The Music Man
With a score and book by Meredith Willson, The Music Man tells the story of a small town in 1912 Iowa where traveling salesman Harold Hill, a "professor" of music, swindles parents out of their hard earned money to pay for instruments and music lessons for their "troubled" boys. Of course, Hill has no music background and plans to skip town with the cash before teaching the children anything about music. Librarian Marian Paroo doesn't fall for Hill's con act, knowing he is too good to be true, and makes it her mission to prove Hill's lack of credibility. However, when Hill is able to bring her younger and extremely shy brother Winthrop out of his shell, she finds herself at a crossroadsand she just might be falling in love with the con-man himself. Is Hill actually in love with Marian, too, or is he scheming her along with the town? With a score of well-known tunes like "76 Trombones," "My White Knight" and "Trouble" and a well written comical book, The Music Man is a crowd pleaser.
Director David Hock assembled a first rate cast led by Matt Newhard as Hill and Rebecca Woodbury as Marian. Newhard had the right balance of charm and chutzpah to pull off the con-man who, while we know from the beginning he's scheming people, we still like. He also showed a nice, rich voice that he put to good use in both his comical and romantic songs and he also had no problem delivering the fast paced "Ya Got Trouble," a song that even a seasoned pro can easily get hung up on. Woodbury has a beautiful, warm voice that soars over the audience on the two big love songs in the show "My White Knight" and "Till There Was You." Newhard and Woodbury are also fine actors, something that I can pleasantly say about every single actor in the show. From Hector Coris, who played Hill's former con-man salesman friend Marcellus, to David McKibben and Lindsay Urbank who portrayed the Mayor Shinn and his wife, and also real life brother and sister Joshua and Isabelle Jensen who played Marian's brother Winthrop and his friend Amaryllis, every single actor more than delivered on both the dramatic and comical dialogue and elements of the show. Each actor made each character memorable and realistic. I can't say enough about Joshua and Isabelle Jensen. Isabelle had only one scene and a few lines of dialogue but she nailed her line readings and got the comic timing of her lines perfectly. Likewise, Joshua expertly put across the part of a shy boy, with a serious lisp in fact, and his part in the dramatic scene in act two with Newhard and Woodbury was emotional without being cloying. The barbershop quartet of Bill Kane, Galen McClain, Tom Lyon and Ray Estes also perfectly let their newly discovered joy of singing as a quartet grow organically out of the dialogue scenes.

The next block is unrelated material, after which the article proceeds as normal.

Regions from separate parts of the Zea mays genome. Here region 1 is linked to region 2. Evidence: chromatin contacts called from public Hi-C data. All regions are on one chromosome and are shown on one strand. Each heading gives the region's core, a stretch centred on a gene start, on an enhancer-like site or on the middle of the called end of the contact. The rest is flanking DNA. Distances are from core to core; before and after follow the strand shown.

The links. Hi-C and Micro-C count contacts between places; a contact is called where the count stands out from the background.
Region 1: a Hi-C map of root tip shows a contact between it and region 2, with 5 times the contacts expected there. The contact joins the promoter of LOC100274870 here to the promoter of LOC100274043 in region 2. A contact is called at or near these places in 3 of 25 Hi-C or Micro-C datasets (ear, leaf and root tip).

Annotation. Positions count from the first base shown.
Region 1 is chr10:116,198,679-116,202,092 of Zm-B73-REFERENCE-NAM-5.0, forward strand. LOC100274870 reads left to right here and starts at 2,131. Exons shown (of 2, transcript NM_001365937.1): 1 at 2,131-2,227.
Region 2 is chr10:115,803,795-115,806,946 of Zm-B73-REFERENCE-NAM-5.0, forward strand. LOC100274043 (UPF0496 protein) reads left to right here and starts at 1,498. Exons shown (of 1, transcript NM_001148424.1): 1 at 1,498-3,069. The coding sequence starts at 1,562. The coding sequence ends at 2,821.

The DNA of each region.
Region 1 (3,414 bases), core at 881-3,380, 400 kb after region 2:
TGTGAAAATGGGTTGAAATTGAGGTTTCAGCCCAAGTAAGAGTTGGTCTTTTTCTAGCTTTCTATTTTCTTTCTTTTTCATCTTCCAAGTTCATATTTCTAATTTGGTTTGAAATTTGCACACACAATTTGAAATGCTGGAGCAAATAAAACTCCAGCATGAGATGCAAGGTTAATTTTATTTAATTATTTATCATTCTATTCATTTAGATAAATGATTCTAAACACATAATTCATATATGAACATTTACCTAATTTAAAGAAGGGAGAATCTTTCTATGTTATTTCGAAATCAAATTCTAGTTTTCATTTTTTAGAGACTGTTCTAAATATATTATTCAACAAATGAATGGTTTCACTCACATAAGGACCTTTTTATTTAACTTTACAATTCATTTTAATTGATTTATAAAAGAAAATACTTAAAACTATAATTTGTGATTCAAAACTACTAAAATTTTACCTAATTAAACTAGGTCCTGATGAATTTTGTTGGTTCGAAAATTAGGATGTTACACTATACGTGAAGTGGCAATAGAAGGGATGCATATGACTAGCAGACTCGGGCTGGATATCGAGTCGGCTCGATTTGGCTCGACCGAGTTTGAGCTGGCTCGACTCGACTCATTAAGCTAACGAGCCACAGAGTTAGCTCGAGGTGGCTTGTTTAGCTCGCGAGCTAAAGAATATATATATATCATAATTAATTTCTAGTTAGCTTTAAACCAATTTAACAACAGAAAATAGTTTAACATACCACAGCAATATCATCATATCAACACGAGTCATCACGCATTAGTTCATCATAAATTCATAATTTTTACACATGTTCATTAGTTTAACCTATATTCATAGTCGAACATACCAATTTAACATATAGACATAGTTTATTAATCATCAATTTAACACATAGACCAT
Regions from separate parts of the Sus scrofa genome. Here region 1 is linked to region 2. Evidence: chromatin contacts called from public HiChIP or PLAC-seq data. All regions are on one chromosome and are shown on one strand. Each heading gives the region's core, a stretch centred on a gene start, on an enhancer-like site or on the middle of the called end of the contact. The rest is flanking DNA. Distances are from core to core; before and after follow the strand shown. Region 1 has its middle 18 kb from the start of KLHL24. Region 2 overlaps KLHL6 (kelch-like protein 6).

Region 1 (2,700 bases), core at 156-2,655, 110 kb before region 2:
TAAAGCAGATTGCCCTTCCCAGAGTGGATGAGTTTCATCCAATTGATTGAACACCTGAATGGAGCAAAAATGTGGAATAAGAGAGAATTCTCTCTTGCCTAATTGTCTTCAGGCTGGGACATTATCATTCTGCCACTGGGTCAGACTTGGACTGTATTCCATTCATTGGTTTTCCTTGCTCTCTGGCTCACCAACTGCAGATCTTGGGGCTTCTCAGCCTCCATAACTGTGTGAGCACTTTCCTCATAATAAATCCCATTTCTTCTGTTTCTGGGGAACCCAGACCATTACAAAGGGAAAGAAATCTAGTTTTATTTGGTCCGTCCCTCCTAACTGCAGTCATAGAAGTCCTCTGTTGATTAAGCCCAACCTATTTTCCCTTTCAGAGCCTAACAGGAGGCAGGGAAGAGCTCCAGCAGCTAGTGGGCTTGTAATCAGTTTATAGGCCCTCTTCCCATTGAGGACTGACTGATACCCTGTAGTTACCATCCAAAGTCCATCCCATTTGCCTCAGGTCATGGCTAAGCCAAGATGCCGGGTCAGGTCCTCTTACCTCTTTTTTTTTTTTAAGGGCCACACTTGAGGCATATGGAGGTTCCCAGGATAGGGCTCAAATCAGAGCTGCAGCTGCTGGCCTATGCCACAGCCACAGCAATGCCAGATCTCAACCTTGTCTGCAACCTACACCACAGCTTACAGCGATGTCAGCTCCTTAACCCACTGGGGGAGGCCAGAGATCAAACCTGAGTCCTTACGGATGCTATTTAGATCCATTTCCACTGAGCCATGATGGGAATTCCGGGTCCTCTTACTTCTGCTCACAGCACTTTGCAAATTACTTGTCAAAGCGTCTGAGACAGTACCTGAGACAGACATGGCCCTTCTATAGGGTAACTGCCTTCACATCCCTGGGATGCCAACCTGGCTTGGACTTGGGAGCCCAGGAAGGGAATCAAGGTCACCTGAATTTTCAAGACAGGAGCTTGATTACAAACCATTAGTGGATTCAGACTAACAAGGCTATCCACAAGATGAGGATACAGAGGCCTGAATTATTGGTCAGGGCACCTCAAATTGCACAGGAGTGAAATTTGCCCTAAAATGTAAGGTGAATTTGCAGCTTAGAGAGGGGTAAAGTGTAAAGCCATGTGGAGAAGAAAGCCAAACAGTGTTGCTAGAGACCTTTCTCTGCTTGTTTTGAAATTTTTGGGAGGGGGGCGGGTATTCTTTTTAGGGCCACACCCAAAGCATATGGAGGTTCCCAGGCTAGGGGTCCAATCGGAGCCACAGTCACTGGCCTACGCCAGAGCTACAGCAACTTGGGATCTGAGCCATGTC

Hock and choreographer Hilary Hirsh painted lovely scenic pictures with their very large cast, with some of the many show-stopping numbers building perfectly. And Hock and Hirsh's use of the large ensemble was very effective, with the ensemble members each adding nice touches to their scenes, even those stuck in the background. This was very impressive, since the large orchestra took up the left 20% of the stage, so the cast had even less of a stage to work on. Even with a cast of around 40 the stage only very rarely felt cramped.
A minimal yet effective set design by Jennifer Alexander was matched nicely with an effective lighting plot by Jonathan Rooney. And, while the sets and lighting might have been a little sparse, the non-stop parade of colorful period perfect costume designs by Paul Snatic allowed the entire production to rise to lovely heights.
The only downside? This production is no longer playing as it ended its limited four show run this past Sunday.
You can get information on the Scottsdale Musical Theatre Company's upcoming production of Cabaret, which plays from March 13-16, 2014, at www.scottsdalemusicaltheater.com.
Directed and staged by David Hock
Matt Newhard: Harold Hill